Heuristic is a central concept of Lakatos' philosophy both in his early works and in his later work, the methodology of scientific research programs (MSRP). The term itself, however, went through significant change of meaning. In this paper I study this change and the ‘metaphysical' commitments behind it. In order to do so, I turn to his mathematical heuristic elaborated in Proofs and Refutations. I aim to show the dialogical character of mathematical knowledge in his account, which can open a (...) door to hermeneutic studies of mathematical practice. (shrink)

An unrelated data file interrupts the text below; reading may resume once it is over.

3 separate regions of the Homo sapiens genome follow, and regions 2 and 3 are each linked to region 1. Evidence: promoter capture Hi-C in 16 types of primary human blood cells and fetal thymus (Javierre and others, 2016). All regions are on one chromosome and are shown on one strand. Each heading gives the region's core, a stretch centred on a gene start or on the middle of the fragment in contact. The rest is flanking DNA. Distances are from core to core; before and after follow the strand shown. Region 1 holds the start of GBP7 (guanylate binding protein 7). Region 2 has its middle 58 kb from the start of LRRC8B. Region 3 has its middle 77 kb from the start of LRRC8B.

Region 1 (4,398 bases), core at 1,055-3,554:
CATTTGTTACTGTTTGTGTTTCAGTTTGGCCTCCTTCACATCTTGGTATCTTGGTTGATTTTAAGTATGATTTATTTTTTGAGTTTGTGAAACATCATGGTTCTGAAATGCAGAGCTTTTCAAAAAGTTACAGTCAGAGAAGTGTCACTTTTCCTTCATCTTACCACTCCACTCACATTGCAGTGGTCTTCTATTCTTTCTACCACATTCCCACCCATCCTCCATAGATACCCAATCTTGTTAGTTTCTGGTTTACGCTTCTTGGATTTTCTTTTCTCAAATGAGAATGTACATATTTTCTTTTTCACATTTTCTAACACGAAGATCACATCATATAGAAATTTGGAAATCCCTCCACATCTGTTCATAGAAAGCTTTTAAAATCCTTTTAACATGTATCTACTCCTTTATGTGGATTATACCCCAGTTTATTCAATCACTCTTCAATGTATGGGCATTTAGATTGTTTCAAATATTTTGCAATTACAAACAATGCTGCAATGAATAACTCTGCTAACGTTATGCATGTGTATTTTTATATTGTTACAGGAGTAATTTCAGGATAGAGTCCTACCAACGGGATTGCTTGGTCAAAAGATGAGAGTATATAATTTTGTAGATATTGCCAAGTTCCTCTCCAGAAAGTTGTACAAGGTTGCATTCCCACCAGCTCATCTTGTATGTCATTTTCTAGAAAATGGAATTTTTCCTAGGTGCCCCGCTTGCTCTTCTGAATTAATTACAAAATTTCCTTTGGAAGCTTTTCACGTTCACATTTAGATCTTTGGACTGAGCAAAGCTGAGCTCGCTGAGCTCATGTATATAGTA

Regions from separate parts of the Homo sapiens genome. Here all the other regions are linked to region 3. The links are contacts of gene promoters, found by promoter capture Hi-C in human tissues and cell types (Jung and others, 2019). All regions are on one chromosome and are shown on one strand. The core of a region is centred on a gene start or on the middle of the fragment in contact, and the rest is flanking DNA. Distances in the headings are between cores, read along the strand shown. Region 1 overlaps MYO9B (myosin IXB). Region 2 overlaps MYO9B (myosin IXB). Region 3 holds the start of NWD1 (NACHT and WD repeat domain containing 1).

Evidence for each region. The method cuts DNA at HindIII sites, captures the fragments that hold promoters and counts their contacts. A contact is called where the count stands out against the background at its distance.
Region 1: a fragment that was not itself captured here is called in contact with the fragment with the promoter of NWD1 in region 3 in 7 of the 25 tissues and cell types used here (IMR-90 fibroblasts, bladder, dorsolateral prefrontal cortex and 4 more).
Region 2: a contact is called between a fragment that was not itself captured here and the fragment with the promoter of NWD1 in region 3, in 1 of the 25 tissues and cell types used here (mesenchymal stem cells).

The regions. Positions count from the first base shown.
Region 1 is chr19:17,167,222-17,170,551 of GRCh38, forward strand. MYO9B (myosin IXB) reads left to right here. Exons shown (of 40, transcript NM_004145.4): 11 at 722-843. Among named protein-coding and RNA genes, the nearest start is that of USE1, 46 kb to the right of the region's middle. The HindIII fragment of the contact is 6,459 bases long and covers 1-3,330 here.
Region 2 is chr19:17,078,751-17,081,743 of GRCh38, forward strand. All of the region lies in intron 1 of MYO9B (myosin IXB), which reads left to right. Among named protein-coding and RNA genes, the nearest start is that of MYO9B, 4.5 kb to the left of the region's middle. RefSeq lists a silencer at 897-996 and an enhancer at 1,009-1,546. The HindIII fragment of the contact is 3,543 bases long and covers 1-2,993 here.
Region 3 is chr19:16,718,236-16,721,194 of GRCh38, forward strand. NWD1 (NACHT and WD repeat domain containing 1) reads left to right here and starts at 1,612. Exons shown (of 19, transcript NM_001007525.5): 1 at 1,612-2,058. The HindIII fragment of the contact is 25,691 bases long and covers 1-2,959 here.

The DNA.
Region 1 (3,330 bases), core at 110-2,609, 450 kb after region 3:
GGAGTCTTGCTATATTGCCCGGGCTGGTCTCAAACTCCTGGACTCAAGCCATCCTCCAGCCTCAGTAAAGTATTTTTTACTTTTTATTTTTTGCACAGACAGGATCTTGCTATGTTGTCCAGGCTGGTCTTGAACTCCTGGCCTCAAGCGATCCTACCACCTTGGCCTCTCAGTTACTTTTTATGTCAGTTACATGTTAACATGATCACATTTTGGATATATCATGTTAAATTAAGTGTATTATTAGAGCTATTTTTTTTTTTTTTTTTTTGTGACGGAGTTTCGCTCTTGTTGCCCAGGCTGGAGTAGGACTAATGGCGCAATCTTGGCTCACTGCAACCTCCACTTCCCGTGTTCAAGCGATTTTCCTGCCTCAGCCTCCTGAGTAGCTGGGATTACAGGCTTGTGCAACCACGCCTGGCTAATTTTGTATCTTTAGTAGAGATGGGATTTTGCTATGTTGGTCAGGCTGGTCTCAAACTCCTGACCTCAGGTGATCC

Nietzsche's fundamental vision of modern democracy includes an essential aspect which many tend to neglect given the indelible historical experience with totalitarian systems of the twentieth century. "Irresistible" democracy, precisely on account of its triumphant progress, also sets the course for, or, to use another contemporary expression, instrumentalizes the activities of its very enemies. It is, to say the least, quite striking to read such a claim made by a philosopher whose work Alfred Baeumler and Georg Lukäcs have labelled as (...) extreme political archaism, while for a long time no serious objection was raised against this absurd verdict. We can see that Nietzsche's universalistic approach assigns a definite place to democratic systems and also specifies why these systems are of special relevance for the universal-emancipatory development of humankind. By stating the prophylactic character of the democratic system in such a decisive fashion, Nietzsche reaches the very core of his philosophy. By doing so he differs markedly and positively from several other political philosophers. The difference lies in the fact that for Nietzsche a given political system is not an ultimate value or objective, but, as already mentioned, an opportunity to realize universal human ambitions. This is why his political philosophy establishes a principled distinction between various political systems while also evaluating them according to their prophylactic potential to be utilized for the purposes of universal-emancipatory development. (shrink)